How Moms Can Save for Retirement

Whether you’re a working mom or stay-at-home with the kids, saving for retirement can often be put on the back burner, but when you are a stay at home Mom, it is even harder to save. You don’t have employer contributions or benefits like FSAs. It can be a bigger challenge to find ways to save between keeping to the household budget and wanting to build college funds for the kids. While the likelihood of divorce may be slim, statistics are stacked against us so it is best to have your own little nest egg in addition to the one your partner may have or be providing. Here are some retirement saving tips for moms:

retirement savings tips

Retirement Saving Tips for Moms

Save now.
Start saving early so your money has time to grow. If you’re worried about sticking to your budget, start small. Even $20 a week can go a long way over time, and when your budget allows, contribute more. Give up a couple of Starbucks drive-thru visits or push back a haircut or color by a couple extra weeks. It is easy to find it with a little, mini-mani, sacrifice.

Start to Plan.
I know, between breastfeeding marathons, kids’s school vacation weeks, and school homework, it is hard to plan for us, but it is important to understand expenses for the type of lifestyle you want. While the kids are doing their math homework, do your own homework to figure out what are your retirement goals (travel? covering expenses? health care costs?) and start planning now. There are helpful interactive calculators online that can help you determine how much you will need in retirement. And visit a financial planner (they often consult for free) to figure out your options.

Saving for College before Retirement.
I know, we always put the kids’ needs before out own and that includes figuring out how to pay for private school or college. But consider this: you and the kids will have access to loans and scholarships to help pay for college, but there is little help to pay for monthly expenses after retirement. Consider having separate savings for college and retirement, and contribute to both. But speak to a financial planner first. Sometimes your savings can hurt your loan options so find ways to protect your investments. All in all, even if you’re contributing less to each than you would like, the longer the money is in the account, the more the interest will accumulate.

Pay Things Off Now to Pay for Things Later.
If you pay off your graduation student loan now, or your mortgage, then the money you were putting to those payments are now free for savings opportunities. (Plus, you are saving on interest too!) Also consider the fact that those recurring payments will be harder to make when you’re on a fixed income, so it is good all around to pay them all off now.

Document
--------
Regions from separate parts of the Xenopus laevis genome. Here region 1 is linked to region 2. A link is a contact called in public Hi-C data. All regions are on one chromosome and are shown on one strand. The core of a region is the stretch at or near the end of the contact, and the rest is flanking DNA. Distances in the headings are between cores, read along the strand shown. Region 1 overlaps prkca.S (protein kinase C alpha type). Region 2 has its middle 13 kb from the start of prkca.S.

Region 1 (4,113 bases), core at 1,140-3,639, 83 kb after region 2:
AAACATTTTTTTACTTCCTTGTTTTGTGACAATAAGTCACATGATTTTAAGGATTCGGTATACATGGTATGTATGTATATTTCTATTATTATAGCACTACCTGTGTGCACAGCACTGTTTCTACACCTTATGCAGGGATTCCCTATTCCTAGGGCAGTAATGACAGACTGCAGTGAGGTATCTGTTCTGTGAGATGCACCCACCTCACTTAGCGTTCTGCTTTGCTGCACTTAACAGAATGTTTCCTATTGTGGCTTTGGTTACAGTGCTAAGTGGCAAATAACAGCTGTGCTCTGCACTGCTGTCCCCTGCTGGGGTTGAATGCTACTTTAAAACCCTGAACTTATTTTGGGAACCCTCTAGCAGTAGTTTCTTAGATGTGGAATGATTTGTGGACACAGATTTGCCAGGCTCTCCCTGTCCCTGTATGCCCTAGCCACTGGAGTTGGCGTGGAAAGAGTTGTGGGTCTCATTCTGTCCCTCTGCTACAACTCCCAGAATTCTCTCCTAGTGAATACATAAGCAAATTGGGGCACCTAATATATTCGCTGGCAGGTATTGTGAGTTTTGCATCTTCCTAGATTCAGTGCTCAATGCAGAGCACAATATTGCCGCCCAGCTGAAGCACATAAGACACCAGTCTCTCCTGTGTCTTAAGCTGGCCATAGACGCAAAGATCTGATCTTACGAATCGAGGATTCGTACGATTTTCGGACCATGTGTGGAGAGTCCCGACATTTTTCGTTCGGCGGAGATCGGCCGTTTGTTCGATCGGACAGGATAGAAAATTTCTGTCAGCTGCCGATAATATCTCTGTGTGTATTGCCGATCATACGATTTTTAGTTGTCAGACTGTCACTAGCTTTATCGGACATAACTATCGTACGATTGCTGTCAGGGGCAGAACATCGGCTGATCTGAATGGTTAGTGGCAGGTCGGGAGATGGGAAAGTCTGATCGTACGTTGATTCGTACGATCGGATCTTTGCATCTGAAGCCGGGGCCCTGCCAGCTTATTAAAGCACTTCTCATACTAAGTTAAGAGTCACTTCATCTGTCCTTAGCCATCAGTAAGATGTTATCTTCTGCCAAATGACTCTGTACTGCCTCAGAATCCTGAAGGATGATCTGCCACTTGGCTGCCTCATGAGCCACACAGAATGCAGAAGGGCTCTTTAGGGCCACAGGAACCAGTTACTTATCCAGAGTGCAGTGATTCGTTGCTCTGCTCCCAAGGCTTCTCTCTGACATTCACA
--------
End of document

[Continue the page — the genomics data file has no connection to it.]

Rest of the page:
Relying on Social Security (yeah, right).
I am convinced Social Security benefits will not be around by the time I retire so unlike our lucky parents and grandparents, we are probably going to be on our own. But presuming my pessimism is unrealized, the meager $1000 average Social Security payment, it is not going to go very far. Remember having to eat Ramen Noodles after graduating for college because your new job paid didily-squat to cover the rent, car and insurance, and food. Well, I lived it and not interested in reliving it when I am 70. You can visit to find out what benefits you should plan for.

Plan For When Your or Your Partner Kicks the Bucket.
If you have joint accounts, it may be hard to access those funds in the event of a family death, and who knows if your cell phone company is going to be sympathic. (They aren’t when your toddler drops your phone in the toilet so probably not). Having joint retirement accounts will protect you, your family, and your finances in the event of an unexpected death but also visit an estate planner to figure out what you should do now to protect your savings, reduce taxes and more upon the death of you or your spouse. (Those government death taxes are deadly….no pun intended. Makes you wonder why spouses often pass so soon after their husband or wife. Probably because they got the government bill…)

So put it on your 2014 things to do list and start making plans for you and your family’s future. Just like we can’t believe our kids are growing up so fast, retirement will be here as soon as we know it too.

*Sources: US News & World Report, Social Security Administration, USA Today, ZCommunications 

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